Even local radio guys have to take a short break. Today Alexis and I snuck out late afternoon for a movie, "Southpaw" with Jake Gylenhall and Forest Whitaker. Pretty good. I almost cried and Alexis certainly did.
She didn't cry this morning on the air, though. Alexis comes on with me Fridays and we talk about crap going on around the Calumet Region. We also talk a little about stuff going on in our own lives and that makes us like a real Region couple and I suppose that brings us closer to some.. and then there are others who wanna puke up their recently-devoured breakfasts.
Hammond mayor Tom McDermott also came on with me this morning, and he said the most interesting thing - that he didn't want to agree to guarantee to raise $270,000 to bring Hillary Clinton to Hammond. McDermott said that last time around in 2008 it was all about getting to know Tom McDermott for the votes. This time, it's all about the money.
McDermott's statement brings up an interesting question - Does Hillary Clinton really only come if you'll guarantee so much money raised for her campaign? And what about the other day when Alexis and I went to see Jeb Bush, Jr., talk. He made a joke about the big checks people are gonna write that night and where the money's gonna go... So what does that mean? Does that mean the host of the shindig had to guarantee so much money raised? Is that how this stuff works for both parties? Or is it only Hillary Clinton doing the demanding?
I have no f***ing idea, and really wouldn't care except that if you're a local radio guy or gal you want to know how EVERYTHING works. If you're in radio, then you have this natural curiosity and you bring it to the air. You've heard it said that radio runs on free speech or solid programming or a dynamite marketing department. But for me, it runs on the fumes of curiosity. And I really don't know if presidential candidates demand a guarantee of hundreds of thousands of dollars, as McDermott suggests, of if he got it wrong. Maybe McDermott was at a bar and could barely hear his phone and instead of "two-hundred and seventy thousand dollars," the Hillary handler said, "you stunned her and tentatively bought her doll hairs." Or something like that.
For now, you radio heads, it's a Friday night after a long week of radio. And if you own the damn station and you talk on the air almost every day, then you know that the week isn't over by a long shot. As you know, we have temporarily moved out of the dungeon-like studios where WJOB has broadcasted from for 60 years. We landed in a big room at the brand new Purdue Commercialization and Manufacturing Excellence Center. In the meantime, we're building more permanent "teaching studios" in the Purdue Center.
The teaching studios are almost finished. So I've decided we should move back to the dungeon for a month while we move out of the temporary studios across the building to the new studios. And you should see these new f***ing studios. They're amazing. Carpet, production room, floor-to-ceiling windows on three sides, two of them looking right out on to Indianapolis Boulevard. I designed all this crap, so there's an angle for the camera (remember, this blog is about the end of radio and the rebirth of... something else like radio)... an angle for the camera to see me in the front with my headphones on, the Purdue Commercialization and Manufacturing Excellence Center sign in the background, the WJOB sign in the background, a zillion trucks a morning coming out of the refineries and steel mills, and the 400-foot WJOB tower in the background. If we can get the lighting right, and there's no guarantee that we can since we're radio people and not TV people, then it should be a kick-ass visual. One that's not only kinda cool but also says a lot about the Calumet Region of Indiana and Illinois.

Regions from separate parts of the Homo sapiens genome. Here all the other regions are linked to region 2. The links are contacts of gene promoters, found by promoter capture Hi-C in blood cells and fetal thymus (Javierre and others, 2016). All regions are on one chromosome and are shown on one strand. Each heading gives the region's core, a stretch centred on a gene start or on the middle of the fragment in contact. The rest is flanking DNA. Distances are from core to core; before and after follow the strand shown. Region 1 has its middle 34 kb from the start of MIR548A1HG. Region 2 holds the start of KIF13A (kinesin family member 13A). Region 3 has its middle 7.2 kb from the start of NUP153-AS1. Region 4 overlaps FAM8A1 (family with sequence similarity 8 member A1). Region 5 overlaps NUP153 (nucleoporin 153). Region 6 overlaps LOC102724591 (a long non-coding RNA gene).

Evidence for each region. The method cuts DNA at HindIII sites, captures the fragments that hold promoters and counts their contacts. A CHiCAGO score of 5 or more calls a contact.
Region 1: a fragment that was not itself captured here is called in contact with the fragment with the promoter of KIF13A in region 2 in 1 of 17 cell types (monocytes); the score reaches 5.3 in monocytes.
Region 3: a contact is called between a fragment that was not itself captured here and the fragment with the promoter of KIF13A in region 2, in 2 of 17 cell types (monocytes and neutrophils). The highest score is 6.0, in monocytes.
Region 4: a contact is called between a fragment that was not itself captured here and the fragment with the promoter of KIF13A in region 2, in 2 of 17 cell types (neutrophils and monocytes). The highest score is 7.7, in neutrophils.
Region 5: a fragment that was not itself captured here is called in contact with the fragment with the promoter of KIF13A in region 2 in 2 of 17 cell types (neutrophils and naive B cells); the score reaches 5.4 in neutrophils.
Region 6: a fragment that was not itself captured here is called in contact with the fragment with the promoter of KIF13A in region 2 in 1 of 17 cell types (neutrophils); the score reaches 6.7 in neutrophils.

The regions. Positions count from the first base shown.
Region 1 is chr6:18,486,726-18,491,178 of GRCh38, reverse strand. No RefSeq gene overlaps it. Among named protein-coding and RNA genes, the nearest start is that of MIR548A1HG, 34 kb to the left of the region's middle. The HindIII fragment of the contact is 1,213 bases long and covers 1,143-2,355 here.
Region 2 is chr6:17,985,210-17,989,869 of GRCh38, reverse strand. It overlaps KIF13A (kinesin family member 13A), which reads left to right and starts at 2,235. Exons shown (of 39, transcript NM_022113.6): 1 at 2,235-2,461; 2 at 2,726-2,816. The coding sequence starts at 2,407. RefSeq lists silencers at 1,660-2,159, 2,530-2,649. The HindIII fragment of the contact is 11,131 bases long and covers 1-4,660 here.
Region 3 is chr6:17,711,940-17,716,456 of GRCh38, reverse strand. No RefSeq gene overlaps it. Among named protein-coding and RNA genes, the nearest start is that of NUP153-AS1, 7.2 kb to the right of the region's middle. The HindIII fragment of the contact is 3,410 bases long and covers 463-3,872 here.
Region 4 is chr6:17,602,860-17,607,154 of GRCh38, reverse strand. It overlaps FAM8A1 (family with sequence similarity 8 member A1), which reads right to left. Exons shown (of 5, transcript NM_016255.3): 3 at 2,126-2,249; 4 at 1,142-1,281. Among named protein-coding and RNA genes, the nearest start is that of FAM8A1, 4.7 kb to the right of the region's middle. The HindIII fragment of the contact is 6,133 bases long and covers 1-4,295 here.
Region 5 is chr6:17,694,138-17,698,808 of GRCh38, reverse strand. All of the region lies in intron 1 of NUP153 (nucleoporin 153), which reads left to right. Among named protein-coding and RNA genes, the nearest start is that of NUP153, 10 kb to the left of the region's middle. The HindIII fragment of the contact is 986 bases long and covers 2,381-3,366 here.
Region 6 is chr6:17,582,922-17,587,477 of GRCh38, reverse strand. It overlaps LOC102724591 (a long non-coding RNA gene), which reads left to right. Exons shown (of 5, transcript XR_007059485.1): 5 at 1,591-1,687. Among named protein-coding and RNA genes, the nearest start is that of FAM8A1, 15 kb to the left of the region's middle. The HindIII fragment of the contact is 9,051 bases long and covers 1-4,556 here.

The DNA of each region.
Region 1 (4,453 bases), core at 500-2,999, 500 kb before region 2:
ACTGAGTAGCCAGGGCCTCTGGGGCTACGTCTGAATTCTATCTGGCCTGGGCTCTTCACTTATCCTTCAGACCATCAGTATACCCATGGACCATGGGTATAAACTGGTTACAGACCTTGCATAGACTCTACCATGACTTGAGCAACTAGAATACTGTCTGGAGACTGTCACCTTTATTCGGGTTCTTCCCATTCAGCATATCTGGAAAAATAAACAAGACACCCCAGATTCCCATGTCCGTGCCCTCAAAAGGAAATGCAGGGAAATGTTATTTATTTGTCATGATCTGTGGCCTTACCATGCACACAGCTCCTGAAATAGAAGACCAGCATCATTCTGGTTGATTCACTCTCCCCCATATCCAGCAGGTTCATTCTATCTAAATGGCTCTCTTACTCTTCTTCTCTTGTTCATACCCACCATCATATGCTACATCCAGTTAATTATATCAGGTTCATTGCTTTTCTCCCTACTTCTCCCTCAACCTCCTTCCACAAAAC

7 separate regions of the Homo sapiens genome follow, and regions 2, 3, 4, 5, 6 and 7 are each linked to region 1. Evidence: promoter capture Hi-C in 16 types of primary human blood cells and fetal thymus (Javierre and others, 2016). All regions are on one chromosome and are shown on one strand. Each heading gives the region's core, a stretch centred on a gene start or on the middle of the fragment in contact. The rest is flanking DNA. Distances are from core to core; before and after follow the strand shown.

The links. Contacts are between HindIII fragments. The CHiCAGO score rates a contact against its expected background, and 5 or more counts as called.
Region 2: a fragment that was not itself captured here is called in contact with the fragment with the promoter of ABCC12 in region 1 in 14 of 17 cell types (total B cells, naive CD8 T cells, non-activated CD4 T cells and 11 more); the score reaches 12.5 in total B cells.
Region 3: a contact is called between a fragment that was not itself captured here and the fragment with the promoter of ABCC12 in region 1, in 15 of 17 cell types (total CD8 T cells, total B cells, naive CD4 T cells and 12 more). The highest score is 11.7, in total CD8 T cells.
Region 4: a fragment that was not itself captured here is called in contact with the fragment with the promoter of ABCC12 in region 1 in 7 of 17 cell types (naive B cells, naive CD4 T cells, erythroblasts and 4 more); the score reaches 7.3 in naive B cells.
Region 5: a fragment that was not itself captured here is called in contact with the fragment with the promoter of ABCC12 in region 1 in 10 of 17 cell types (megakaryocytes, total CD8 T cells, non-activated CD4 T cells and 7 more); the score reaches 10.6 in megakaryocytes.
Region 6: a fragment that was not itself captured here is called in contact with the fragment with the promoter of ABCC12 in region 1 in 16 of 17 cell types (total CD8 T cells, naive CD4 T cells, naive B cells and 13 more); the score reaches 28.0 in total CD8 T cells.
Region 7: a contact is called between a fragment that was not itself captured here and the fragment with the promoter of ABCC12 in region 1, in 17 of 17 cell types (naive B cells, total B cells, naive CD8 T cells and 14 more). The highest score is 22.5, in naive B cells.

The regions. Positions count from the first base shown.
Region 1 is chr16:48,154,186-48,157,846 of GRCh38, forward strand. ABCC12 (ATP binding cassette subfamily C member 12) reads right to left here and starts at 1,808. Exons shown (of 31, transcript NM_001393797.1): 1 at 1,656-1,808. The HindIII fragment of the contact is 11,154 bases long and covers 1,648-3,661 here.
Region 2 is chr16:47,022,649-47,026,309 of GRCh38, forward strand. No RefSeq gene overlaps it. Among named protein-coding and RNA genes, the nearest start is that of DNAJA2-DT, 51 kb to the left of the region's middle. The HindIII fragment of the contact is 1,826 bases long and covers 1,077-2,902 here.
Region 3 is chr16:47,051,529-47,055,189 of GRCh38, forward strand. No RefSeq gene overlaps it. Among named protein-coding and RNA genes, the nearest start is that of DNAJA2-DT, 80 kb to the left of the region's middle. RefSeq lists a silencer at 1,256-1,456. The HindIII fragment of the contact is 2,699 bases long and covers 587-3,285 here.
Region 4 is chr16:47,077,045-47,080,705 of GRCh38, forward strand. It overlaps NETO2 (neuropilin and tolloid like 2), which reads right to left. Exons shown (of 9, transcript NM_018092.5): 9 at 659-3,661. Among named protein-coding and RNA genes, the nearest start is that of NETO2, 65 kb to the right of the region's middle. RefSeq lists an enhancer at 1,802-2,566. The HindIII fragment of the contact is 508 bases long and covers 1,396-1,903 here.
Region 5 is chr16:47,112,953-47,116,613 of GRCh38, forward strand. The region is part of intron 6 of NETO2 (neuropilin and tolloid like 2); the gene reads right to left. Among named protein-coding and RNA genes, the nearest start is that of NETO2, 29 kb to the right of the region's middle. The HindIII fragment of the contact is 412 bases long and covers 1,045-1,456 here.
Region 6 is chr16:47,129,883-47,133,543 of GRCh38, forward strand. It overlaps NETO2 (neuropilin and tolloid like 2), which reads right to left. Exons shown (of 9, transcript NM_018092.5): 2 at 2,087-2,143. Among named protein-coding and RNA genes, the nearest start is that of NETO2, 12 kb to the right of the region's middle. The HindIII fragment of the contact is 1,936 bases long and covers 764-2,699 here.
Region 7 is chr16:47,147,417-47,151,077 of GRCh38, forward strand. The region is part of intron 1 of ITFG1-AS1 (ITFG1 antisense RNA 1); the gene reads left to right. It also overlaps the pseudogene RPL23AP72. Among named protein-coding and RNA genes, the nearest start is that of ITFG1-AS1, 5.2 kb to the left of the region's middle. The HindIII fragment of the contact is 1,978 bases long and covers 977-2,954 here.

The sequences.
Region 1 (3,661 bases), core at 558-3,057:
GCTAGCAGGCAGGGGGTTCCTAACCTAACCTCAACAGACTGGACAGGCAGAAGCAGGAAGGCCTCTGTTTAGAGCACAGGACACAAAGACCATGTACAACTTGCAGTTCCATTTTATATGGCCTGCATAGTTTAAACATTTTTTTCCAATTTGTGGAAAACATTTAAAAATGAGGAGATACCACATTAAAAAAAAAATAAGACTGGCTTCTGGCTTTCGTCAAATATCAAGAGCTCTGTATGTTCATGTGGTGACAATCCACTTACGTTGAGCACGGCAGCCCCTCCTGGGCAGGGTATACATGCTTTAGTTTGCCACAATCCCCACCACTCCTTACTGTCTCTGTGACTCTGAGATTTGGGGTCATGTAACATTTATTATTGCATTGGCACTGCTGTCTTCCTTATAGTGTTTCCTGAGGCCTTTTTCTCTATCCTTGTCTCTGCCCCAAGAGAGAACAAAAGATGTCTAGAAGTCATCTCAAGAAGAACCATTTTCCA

I suppose you could say it's an exciting time to be WJOB. I guess so, but if you're in radio then you know how much f***ing work it is to keep an existing studio running efficiently, let alone design and move into a new one. That means I'll be up early at the old studio making sure it can still house our broadcasting for a month. That's about how long I figure it'll take me (and it's almost all ME doing it, control freak and cheap) to wire everything and put in the cameras and sell enough sponsorships to pay for it all and then worry about shielding from the truck traffic noise.
A word to you radio people about the truck traffic noise. We'll be broadcasting in front of huge windows on two sides not more than 20 feet from one of the most truck-travelled local roads in Indiana. In the morning, these huge box trucks and flatbed steel haulers and lowboys hauling cranes all leave to go deliver their shit. If you're into big trucks, it's a great place to just sit and gaze out the window. These trucks are as huge as they are beautiful.
But these trucks are also loud as hell. And their rumble seeps through the molding around the windows or maybe even through the windows themselves... and if you stand where the studio's gonna be, you can hear them. Or more like feel their vibrations. What we need to do is spend about 20-grand per huge window and cover them with soundproof, angled glass. We've done the research. There's a ton of ways to do it but the best way is gonna cost tens of thousands of dollars.
But I have a better idea. How about we do nothing for now? That way when you're listening every once in a while you can hear the roar of an 18-wheeler in the background. It'll sound like I'm standing right next to it and how cool is that? We are, of course, the most industrial radio station on the planet, stuck in the middle of massive steel mills, refineries, finishing mills, chemical plants and even a few automobile assembly plants. After a few generations of it, you find beauty in it, in both sight and sound.